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Excerpt from "And the Mountains Echoed" by Khaled Hosseini. Copyright 2013 by Olympia Khaled Hosseini. Reprinted with the permission of Riverhead Hardcover. All rights reserved.

Excerpt from "And the Mountains Echoed" by Khaled Hosseini. Copyright 2013 by Olympia Khaled Hosseini. Reprinted with the permission of Riverhead Hardcover. All rights reserved.

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Excerpt from "And the Mountains Echoed" by Khaled Hosseini. Copyright 2013 by Olympia Khaled Hosseini. Reprinted with the permission of Riverhead Hardcover. All rights reserved.
Excerpt from "And the Mountains Echoed" by Khaled Hosseini. Copyright 2013 by Olympia Khaled Hosseini. Reprinted with the permission of Riverhead Hardcover. All rights reserved.

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Published by: wamu8850 on May 20, 2013
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05/11/2014

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Back home, in Shadbagh, Pari kept underneath her pillow an old tin tea box Abdullah had given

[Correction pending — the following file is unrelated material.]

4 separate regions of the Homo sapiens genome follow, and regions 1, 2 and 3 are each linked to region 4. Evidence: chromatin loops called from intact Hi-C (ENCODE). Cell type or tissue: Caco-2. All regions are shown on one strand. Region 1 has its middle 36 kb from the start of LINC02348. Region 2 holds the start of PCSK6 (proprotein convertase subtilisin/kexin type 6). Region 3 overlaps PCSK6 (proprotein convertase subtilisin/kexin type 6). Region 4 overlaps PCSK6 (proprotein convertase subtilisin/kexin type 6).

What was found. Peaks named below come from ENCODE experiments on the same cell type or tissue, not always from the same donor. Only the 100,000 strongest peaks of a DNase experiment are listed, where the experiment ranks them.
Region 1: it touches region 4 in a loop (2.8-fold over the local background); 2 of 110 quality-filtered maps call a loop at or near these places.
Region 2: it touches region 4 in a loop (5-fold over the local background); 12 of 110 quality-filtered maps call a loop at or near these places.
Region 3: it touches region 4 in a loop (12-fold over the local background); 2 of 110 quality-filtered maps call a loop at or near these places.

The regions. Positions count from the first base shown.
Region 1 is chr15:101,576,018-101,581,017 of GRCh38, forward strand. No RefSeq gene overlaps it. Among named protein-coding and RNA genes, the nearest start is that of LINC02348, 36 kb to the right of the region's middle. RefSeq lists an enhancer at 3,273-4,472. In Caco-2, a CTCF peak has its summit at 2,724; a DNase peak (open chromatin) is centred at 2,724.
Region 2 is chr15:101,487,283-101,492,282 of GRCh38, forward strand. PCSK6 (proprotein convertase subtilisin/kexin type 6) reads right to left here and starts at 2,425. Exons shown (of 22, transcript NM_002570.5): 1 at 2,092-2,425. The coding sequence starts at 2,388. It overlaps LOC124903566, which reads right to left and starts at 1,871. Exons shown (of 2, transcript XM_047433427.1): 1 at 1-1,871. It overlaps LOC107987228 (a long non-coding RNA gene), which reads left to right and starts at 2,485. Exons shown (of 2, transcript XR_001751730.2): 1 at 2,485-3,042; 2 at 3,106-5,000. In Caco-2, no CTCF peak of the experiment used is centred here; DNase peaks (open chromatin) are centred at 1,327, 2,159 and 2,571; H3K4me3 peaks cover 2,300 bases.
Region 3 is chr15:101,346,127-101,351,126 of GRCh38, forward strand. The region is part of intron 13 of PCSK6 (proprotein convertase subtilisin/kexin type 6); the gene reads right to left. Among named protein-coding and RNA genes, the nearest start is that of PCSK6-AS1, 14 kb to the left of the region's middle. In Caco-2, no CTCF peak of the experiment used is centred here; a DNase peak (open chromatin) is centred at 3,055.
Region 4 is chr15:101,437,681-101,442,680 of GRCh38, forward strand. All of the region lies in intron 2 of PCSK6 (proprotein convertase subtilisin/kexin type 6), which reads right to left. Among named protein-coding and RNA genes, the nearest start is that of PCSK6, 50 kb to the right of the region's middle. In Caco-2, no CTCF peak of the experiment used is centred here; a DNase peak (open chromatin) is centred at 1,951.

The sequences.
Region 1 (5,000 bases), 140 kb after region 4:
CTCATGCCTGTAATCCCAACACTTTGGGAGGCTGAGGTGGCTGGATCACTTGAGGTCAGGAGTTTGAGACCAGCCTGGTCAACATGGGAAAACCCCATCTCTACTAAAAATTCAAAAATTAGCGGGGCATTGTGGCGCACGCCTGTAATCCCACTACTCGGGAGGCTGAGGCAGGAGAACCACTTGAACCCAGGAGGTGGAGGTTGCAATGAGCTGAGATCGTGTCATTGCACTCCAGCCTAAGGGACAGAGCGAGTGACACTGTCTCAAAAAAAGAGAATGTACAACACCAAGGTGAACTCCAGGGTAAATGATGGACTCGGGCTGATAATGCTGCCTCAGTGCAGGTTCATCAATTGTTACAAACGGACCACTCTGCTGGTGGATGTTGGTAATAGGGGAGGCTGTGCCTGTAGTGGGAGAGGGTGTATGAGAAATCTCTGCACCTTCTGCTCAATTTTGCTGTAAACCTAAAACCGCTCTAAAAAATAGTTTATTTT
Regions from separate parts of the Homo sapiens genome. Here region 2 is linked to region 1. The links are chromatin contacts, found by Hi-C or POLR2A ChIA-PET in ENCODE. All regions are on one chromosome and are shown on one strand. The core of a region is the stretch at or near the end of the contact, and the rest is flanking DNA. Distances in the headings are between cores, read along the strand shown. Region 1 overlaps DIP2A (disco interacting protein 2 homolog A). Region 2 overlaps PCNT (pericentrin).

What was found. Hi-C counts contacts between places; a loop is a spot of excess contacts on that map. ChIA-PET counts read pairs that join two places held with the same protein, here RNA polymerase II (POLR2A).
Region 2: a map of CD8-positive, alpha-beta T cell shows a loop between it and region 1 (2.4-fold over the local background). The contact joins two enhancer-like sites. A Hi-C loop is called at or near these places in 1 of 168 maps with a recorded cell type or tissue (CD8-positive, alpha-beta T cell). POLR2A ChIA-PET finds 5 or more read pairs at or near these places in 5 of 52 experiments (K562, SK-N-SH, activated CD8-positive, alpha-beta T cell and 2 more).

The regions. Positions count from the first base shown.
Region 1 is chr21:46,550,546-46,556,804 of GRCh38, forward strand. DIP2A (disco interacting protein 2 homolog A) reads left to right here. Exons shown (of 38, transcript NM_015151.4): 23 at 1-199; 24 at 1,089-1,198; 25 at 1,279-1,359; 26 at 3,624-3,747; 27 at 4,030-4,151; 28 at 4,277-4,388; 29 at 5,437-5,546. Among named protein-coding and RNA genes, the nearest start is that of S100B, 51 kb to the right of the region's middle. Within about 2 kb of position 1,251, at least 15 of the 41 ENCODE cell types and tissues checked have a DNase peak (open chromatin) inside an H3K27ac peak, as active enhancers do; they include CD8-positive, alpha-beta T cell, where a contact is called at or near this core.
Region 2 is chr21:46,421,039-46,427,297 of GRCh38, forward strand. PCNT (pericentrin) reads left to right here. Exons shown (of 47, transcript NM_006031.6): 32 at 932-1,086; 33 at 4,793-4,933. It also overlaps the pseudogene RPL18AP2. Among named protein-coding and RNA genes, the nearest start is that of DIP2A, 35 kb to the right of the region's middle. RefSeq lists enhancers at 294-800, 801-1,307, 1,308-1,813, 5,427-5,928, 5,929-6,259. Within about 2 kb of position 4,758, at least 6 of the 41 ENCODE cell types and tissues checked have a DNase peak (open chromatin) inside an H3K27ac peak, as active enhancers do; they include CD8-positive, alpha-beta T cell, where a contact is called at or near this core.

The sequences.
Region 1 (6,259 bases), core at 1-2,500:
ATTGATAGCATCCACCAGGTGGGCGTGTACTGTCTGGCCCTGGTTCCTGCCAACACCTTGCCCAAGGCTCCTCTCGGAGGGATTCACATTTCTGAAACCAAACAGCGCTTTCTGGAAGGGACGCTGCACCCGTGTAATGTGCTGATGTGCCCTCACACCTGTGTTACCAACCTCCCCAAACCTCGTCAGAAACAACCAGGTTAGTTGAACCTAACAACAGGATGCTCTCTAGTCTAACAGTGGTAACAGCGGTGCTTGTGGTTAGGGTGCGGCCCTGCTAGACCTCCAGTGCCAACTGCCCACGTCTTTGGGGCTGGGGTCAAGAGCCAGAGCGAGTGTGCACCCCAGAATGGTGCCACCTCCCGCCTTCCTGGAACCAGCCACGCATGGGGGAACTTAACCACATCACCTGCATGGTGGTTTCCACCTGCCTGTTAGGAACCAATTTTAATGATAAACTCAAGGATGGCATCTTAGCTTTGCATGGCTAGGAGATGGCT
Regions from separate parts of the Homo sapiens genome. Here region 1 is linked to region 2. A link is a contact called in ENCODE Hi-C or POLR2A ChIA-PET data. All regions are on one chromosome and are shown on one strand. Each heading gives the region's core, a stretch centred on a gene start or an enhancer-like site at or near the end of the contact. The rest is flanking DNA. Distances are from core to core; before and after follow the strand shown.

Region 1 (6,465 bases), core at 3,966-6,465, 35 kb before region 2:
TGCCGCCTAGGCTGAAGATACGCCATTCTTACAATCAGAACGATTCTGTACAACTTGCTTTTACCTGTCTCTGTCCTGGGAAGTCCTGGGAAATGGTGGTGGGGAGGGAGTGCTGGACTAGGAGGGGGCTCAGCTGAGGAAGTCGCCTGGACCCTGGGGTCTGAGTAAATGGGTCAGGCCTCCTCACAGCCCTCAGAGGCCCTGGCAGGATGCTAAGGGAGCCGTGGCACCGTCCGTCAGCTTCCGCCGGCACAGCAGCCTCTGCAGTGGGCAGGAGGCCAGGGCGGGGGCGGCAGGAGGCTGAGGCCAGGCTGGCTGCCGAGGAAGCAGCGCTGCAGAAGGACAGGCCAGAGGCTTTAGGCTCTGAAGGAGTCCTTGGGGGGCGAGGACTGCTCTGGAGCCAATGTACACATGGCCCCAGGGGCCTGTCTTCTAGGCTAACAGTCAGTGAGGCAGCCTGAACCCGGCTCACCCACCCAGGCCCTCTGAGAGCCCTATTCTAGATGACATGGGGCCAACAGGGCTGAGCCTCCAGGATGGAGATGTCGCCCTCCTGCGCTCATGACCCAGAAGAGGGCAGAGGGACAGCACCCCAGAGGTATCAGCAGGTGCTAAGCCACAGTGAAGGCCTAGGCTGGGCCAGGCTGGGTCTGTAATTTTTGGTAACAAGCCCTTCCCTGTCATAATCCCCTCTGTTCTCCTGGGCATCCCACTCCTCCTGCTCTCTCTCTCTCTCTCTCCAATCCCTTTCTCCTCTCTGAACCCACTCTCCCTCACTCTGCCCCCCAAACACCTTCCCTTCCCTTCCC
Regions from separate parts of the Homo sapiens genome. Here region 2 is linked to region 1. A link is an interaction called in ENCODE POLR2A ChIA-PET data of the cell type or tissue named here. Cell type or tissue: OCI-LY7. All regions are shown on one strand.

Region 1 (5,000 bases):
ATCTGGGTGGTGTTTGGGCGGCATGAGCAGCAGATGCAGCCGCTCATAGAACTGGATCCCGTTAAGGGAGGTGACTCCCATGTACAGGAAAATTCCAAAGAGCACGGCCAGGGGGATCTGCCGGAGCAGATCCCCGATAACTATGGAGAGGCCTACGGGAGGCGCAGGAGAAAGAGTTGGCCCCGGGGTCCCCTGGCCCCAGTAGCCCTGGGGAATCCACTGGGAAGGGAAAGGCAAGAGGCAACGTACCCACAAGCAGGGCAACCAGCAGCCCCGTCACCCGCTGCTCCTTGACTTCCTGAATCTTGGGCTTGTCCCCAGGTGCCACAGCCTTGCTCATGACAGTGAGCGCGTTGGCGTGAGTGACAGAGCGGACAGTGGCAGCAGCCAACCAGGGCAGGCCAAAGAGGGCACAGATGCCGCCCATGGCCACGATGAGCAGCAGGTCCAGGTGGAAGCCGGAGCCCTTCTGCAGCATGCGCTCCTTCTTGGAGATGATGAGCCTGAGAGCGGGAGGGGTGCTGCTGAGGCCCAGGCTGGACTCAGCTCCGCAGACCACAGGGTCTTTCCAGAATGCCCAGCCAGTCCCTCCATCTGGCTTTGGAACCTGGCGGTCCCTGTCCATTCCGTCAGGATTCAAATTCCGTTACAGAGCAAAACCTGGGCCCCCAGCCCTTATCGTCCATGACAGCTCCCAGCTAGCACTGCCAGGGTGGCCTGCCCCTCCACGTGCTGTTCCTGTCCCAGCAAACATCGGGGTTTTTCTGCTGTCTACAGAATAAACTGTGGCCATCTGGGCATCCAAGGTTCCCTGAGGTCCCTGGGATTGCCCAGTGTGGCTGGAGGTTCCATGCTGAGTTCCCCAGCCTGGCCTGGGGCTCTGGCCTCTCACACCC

her. It had a rusty latch, and on the lid was a bearded Indian man, wearing a turban and a long red tunic, holding up a steaming cup of tea with both hands. Inside the box were all of the feathers that Pari collected. They were her most cherished belongings. Deep green and dense burgundy rooster feathers; a white tail feather from a dove; a sparrow feather, dust brown, dotted with dark blotches; and the one of which Pari was proudest, an iridescent green peacock feather with a beautiful large eye at the tip. This last was a gift Abdullah had given her two months earlier. He had heard of a boy from another village whose family owned a peacock. One day when Father was away digging ditches in a town south of Shadbagh, Abdullah walked to this other village, found the boy, and asked him for a feather from the bird. Negotiation ensued, at the end of which Abdullah agreed to trade his shoes for the feather. By the time he returned to Shadbagh, peacock feather tucked in the waist of his trousers beneath his shirt, his heels had split open and left bloody smudges on the ground. Thorns and splinters had burrowed into the skin of his soles. Every step sent barbs of pain shooting through his feet. When he arrived home, he found his stepmother, Parwana, outside the hut, hunched before the tandoor, making the daily naan. He quickly ducked behind the giant oak tree near their home and waited for her to finish. Peeking around the trunk, he watched her work, a thick-shouldered woman with long arms, rough-skinned hands, and stubby fingers; a woman with a puffed, rounded face who possessed none of the grace of the butterfly she’d been named after. Abdullah wished he could love her as he had his own mother. Mother, who had bled to death giving birth to Pari three and a half years earlier when Abdullah was seven. Mother, whose face was all but lost to him now. Mother, who cupped his head in both palms and held it to her chest and stroked his cheek every night before sleep and sang him a lullaby: I found a sad little fairy Beneath the shade of a paper tree. I know a sad little fairy Who was blown away by the wind one night. He wished he could love his new mother in the same way. And perhaps Parwana, he thought, secretly wished the same, that she could love him.

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